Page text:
Mother of man killed by Boston police says he was a ‘very good kid’

The mother of the 20-year-old Brockton man shot and killed during an exchange of gunfire with Boston police on Wednesday called her son a “good kid” who grew into a follower and who chose the wrong people for his friends.

That, however, did not justify the use of deadly force against her son, Roudy Hendricks, she said.

“He didn’t deserve to die that way,’’ Deborah Price said in a telephone interview. “He was shot down like an animal. He did not deserve to die that way.”

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According to Boston police and Suffolk District Attorney Daniel F. Conley, two plainclothes officers were conducting a drug investigation in Dorchester around 2 p.m. near the intersection of Dorchester Avenue and Shepton Street.

The officers, identified as Harry Jean and Terry Cotton, saw two men acting suspiciously. When the officers approached, one of the two men opened fire with a handgun, launching a gun battle with police, officials said.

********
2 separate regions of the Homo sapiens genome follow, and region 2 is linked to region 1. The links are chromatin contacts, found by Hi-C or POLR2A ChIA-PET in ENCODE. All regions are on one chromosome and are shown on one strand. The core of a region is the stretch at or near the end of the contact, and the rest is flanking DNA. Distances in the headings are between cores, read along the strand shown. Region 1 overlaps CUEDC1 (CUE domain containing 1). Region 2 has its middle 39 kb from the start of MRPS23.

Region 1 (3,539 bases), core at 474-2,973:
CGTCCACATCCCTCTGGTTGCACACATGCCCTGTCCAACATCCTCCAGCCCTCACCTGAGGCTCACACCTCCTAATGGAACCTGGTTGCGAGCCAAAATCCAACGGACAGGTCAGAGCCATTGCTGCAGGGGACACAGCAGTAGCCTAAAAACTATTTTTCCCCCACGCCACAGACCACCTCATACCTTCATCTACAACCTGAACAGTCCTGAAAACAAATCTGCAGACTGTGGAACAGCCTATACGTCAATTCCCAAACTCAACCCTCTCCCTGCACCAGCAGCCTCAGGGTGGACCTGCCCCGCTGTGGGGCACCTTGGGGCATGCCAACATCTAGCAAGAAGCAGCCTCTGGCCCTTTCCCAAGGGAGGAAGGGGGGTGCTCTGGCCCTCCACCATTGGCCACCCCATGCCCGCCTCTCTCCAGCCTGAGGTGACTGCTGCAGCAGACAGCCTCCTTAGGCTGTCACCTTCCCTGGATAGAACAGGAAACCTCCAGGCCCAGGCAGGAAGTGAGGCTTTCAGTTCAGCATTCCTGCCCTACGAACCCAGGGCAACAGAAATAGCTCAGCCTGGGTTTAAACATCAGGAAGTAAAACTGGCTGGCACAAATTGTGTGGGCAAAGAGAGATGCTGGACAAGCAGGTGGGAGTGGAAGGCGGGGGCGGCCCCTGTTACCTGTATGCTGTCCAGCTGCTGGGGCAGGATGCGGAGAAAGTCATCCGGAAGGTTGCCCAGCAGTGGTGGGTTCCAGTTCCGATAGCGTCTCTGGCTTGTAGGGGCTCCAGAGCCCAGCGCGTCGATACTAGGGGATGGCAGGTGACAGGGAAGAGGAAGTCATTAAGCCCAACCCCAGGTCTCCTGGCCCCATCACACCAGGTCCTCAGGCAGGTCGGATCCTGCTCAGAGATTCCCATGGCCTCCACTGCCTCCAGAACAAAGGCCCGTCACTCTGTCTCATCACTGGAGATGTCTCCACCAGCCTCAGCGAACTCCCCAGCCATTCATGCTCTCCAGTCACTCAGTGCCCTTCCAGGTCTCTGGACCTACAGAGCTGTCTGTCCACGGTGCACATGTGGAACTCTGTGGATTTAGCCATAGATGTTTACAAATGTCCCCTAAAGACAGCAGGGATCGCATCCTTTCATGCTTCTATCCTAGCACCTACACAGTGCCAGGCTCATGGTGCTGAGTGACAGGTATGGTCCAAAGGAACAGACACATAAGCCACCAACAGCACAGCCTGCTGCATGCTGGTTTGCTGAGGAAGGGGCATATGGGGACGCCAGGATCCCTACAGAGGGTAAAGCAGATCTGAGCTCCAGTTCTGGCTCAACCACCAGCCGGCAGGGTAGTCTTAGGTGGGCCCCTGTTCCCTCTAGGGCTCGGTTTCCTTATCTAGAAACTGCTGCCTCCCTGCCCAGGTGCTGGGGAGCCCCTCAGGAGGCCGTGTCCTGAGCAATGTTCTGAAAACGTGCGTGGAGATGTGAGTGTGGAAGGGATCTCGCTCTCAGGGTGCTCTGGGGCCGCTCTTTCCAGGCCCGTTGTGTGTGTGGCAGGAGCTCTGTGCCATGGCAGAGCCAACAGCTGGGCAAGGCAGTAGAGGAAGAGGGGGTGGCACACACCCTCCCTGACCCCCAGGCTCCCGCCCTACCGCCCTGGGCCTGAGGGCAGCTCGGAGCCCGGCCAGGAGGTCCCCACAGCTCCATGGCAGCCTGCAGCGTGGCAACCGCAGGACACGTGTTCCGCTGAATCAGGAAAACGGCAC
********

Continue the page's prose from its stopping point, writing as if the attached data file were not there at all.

Hendricks was shot and rushed to Boston Medical Center, where he was later pronounced dead.

The officers, both 24-year veterans, were struck, but not seriously harmed. One officer was grazed by a bullet, and the second was shot twice in the leg and rushed to Beth Israel Deaconess Medical Center for treatment.

The second suspect remains at large, officials said.

The use of deadly force by the officers is under review by Conley.

Authorities said they were trying to determine what caused the initial confrontation and the exchange of gunfire with police, which brought a massive police presence and left many residents deeply unsettled.

Hendricks’s mother today summarized what police have told her about the way in which her son was fatally wounded.

“They’re telling me that there were two officers doing a stakeout on a drug house and they saw two guys who looked suspicious,’’ she said. “When they [police] got out of the car, the two guys started shooting at them. Roudy was one of those two guys.”